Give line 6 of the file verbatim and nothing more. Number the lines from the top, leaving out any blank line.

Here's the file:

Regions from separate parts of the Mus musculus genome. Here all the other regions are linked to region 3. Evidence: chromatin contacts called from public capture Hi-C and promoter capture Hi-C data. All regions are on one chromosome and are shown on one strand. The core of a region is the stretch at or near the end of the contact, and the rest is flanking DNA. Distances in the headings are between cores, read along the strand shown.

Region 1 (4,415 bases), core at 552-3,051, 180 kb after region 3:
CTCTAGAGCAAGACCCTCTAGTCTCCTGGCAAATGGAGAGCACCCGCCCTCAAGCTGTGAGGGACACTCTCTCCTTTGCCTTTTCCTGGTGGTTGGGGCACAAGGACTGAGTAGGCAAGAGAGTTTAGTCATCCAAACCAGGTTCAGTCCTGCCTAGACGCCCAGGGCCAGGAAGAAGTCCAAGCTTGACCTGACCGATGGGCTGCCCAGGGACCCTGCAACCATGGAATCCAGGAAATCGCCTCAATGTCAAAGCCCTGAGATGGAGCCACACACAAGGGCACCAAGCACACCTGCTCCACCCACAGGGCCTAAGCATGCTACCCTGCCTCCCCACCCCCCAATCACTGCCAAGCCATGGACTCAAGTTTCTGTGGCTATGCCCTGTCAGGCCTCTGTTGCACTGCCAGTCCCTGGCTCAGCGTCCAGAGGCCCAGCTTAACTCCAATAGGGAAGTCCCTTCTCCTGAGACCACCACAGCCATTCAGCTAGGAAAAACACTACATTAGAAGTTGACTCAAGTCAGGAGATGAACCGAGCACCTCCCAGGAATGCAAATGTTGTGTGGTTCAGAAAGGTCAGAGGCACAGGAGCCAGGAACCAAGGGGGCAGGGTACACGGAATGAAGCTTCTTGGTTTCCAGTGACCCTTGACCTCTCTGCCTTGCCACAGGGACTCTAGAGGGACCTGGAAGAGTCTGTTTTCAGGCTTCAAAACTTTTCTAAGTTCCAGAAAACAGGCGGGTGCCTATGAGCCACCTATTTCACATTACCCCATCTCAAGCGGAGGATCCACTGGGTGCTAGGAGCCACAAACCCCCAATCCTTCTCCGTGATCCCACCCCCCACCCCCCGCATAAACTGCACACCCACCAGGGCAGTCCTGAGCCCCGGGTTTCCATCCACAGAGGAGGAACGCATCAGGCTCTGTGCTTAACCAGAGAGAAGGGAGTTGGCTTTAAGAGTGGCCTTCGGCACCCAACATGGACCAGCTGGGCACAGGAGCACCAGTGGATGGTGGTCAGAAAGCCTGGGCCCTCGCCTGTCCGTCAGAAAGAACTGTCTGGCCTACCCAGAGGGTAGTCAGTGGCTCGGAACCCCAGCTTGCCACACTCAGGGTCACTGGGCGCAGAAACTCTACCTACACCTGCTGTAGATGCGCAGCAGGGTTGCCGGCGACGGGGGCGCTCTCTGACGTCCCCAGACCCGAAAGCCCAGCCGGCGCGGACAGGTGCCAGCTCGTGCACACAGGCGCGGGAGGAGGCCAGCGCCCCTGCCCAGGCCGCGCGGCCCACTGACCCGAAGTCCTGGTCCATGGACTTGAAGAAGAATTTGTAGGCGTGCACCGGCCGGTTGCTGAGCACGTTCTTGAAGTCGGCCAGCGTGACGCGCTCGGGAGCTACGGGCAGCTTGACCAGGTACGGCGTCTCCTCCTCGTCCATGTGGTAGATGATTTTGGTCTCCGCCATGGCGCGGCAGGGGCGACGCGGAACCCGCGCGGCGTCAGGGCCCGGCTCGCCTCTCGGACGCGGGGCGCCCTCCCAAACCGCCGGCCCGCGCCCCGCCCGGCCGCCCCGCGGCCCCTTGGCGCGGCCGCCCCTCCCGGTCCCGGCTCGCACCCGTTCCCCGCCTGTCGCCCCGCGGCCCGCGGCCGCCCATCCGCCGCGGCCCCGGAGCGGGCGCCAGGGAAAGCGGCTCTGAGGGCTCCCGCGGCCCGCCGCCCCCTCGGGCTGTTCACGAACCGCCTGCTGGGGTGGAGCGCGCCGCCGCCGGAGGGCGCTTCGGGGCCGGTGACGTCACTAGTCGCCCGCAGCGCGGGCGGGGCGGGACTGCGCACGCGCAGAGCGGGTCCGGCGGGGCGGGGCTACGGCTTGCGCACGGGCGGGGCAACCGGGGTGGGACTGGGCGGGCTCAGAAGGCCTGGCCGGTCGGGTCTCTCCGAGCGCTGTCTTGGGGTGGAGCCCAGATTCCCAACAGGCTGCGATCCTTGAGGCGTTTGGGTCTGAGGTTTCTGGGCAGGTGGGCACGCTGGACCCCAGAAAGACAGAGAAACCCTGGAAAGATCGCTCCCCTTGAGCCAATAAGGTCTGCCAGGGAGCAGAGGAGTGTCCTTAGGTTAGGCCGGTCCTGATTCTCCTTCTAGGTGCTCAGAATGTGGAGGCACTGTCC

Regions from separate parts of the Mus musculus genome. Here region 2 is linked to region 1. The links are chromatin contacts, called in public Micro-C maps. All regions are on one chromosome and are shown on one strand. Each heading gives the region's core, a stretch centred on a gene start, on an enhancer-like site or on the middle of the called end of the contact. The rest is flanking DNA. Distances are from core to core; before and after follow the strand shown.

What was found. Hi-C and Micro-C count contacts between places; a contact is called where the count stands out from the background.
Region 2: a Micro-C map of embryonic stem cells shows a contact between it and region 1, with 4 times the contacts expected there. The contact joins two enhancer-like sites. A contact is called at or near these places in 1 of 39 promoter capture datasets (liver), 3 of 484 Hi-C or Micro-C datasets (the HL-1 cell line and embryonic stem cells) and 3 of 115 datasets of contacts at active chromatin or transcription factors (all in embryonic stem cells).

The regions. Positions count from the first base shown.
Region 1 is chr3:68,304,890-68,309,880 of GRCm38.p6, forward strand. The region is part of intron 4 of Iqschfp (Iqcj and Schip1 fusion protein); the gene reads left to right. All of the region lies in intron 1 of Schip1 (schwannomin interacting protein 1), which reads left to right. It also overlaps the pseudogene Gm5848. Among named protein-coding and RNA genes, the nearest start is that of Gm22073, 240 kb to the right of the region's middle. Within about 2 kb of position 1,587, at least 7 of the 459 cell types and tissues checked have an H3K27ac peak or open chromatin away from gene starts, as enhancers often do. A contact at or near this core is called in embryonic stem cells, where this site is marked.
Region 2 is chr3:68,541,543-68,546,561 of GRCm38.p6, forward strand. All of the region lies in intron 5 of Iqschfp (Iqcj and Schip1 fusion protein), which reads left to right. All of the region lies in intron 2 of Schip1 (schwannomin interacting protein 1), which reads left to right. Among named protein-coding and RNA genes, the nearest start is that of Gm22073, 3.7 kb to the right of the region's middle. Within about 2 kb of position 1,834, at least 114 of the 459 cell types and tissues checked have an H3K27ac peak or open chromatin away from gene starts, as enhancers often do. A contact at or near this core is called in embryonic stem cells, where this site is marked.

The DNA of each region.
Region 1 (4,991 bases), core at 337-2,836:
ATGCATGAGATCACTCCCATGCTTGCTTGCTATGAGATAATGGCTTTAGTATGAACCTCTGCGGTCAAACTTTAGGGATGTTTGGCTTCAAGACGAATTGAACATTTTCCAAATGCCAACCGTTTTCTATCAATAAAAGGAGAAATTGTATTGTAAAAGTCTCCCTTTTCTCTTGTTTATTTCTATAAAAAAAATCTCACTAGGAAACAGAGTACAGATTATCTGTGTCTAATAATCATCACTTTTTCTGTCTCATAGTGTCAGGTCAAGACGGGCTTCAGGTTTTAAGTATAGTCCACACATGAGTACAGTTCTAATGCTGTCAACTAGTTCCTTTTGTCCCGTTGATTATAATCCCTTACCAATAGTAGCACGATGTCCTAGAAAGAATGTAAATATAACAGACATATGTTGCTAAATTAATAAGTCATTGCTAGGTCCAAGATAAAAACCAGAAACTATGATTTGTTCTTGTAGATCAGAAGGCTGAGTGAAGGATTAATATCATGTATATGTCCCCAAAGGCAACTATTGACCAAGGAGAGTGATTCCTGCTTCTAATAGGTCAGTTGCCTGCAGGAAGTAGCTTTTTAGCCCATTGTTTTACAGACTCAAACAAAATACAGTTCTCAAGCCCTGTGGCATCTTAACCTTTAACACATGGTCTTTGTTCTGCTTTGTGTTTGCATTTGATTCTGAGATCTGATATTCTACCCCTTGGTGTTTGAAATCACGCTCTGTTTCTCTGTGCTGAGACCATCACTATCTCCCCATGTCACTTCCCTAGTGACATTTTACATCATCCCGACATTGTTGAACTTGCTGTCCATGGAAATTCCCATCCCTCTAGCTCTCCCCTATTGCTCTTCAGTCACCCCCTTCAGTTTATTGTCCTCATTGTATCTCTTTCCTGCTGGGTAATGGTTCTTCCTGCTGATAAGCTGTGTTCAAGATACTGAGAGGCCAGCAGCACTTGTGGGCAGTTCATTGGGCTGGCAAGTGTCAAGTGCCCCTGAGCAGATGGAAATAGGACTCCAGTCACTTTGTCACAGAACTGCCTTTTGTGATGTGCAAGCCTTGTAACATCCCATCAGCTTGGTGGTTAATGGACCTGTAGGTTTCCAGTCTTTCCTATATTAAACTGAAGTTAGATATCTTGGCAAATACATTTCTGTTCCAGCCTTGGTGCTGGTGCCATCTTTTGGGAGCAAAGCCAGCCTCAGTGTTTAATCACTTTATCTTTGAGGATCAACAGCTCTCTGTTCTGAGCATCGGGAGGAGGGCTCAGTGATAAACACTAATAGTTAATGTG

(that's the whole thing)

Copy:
Region 2: a Micro-C map of embryonic stem cells shows a contact between it and region 1, with 4 times the contacts expected there. The contact joins two enhancer-like sites. A contact is called at or near these places in 1 of 39 promoter capture datasets (liver), 3 of 484 Hi-C or Micro-C datasets (the HL-1 cell line and embryonic stem cells) and 3 of 115 datasets of contacts at active chromatin or transcription factors (all in embryonic stem cells).